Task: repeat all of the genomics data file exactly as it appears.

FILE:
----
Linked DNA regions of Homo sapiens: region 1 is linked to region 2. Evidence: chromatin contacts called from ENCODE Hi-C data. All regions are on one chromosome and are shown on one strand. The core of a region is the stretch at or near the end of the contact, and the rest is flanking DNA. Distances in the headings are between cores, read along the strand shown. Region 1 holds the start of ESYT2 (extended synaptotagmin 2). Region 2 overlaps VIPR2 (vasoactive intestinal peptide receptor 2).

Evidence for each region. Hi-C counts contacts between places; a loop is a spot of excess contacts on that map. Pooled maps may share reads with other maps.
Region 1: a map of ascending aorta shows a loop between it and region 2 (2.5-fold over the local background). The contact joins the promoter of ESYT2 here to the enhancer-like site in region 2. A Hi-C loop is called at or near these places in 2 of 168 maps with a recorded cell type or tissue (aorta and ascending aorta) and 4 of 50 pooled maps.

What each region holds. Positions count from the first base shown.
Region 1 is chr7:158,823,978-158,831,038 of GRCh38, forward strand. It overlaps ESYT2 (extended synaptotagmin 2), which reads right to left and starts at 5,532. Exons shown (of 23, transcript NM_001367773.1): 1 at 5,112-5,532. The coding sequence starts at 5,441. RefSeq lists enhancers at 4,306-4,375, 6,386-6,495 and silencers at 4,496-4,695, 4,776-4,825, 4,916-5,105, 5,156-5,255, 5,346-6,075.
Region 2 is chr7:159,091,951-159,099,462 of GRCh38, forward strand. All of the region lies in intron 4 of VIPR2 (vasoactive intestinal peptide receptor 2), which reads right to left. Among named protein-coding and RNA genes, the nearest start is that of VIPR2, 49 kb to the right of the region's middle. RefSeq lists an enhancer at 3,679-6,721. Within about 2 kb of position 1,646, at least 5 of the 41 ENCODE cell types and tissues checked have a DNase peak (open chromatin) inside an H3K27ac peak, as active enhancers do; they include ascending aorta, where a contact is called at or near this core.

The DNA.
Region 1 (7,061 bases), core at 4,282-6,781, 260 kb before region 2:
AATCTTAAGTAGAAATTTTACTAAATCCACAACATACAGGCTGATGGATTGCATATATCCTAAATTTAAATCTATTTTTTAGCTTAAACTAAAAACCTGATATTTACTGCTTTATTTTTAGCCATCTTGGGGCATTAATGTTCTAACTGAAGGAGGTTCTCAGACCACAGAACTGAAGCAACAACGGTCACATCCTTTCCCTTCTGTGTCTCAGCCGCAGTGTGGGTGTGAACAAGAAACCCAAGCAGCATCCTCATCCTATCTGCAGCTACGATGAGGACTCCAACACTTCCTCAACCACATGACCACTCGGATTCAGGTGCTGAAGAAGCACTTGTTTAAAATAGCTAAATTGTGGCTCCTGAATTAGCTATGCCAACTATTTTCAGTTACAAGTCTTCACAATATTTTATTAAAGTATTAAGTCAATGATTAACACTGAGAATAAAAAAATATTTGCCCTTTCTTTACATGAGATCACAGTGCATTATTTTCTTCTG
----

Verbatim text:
Linked DNA regions of Homo sapiens: region 1 is linked to region 2. Evidence: chromatin contacts called from ENCODE Hi-C data. All regions are on one chromosome and are shown on one strand. The core of a region is the stretch at or near the end of the contact, and the rest is flanking DNA. Distances in the headings are between cores, read along the strand shown. Region 1 holds the start of ESYT2 (extended synaptotagmin 2). Region 2 overlaps VIPR2 (vasoactive intestinal peptide receptor 2).

Evidence for each region. Hi-C counts contacts between places; a loop is a spot of excess contacts on that map. Pooled maps may share reads with other maps.
Region 1: a map of ascending aorta shows a loop between it and region 2 (2.5-fold over the local background). The contact joins the promoter of ESYT2 here to the enhancer-like site in region 2. A Hi-C loop is called at or near these places in 2 of 168 maps with a recorded cell type or tissue (aorta and ascending aorta) and 4 of 50 pooled maps.

What each region holds. Positions count from the first base shown.
Region 1 is chr7:158,823,978-158,831,038 of GRCh38, forward strand. It overlaps ESYT2 (extended synaptotagmin 2), which reads right to left and starts at 5,532. Exons shown (of 23, transcript NM_001367773.1): 1 at 5,112-5,532. The coding sequence starts at 5,441. RefSeq lists enhancers at 4,306-4,375, 6,386-6,495 and silencers at 4,496-4,695, 4,776-4,825, 4,916-5,105, 5,156-5,255, 5,346-6,075.
Region 2 is chr7:159,091,951-159,099,462 of GRCh38, forward strand. All of the region lies in intron 4 of VIPR2 (vasoactive intestinal peptide receptor 2), which reads right to left. Among named protein-coding and RNA genes, the nearest start is that of VIPR2, 49 kb to the right of the region's middle. RefSeq lists an enhancer at 3,679-6,721. Within about 2 kb of position 1,646, at least 5 of the 41 ENCODE cell types and tissues checked have a DNase peak (open chromatin) inside an H3K27ac peak, as active enhancers do; they include ascending aorta, where a contact is called at or near this core.

The DNA.
Region 1 (7,061 bases), core at 4,282-6,781, 260 kb before region 2:
AATCTTAAGTAGAAATTTTACTAAATCCACAACATACAGGCTGATGGATTGCATATATCCTAAATTTAAATCTATTTTTTAGCTTAAACTAAAAACCTGATATTTACTGCTTTATTTTTAGCCATCTTGGGGCATTAATGTTCTAACTGAAGGAGGTTCTCAGACCACAGAACTGAAGCAACAACGGTCACATCCTTTCCCTTCTGTGTCTCAGCCGCAGTGTGGGTGTGAACAAGAAACCCAAGCAGCATCCTCATCCTATCTGCAGCTACGATGAGGACTCCAACACTTCCTCAACCACATGACCACTCGGATTCAGGTGCTGAAGAAGCACTTGTTTAAAATAGCTAAATTGTGGCTCCTGAATTAGCTATGCCAACTATTTTCAGTTACAAGTCTTCACAATATTTTATTAAAGTATTAAGTCAATGATTAACACTGAGAATAAAAAAATATTTGCCCTTTCTTTACATGAGATCACAGTGCATTATTTTCTTCTG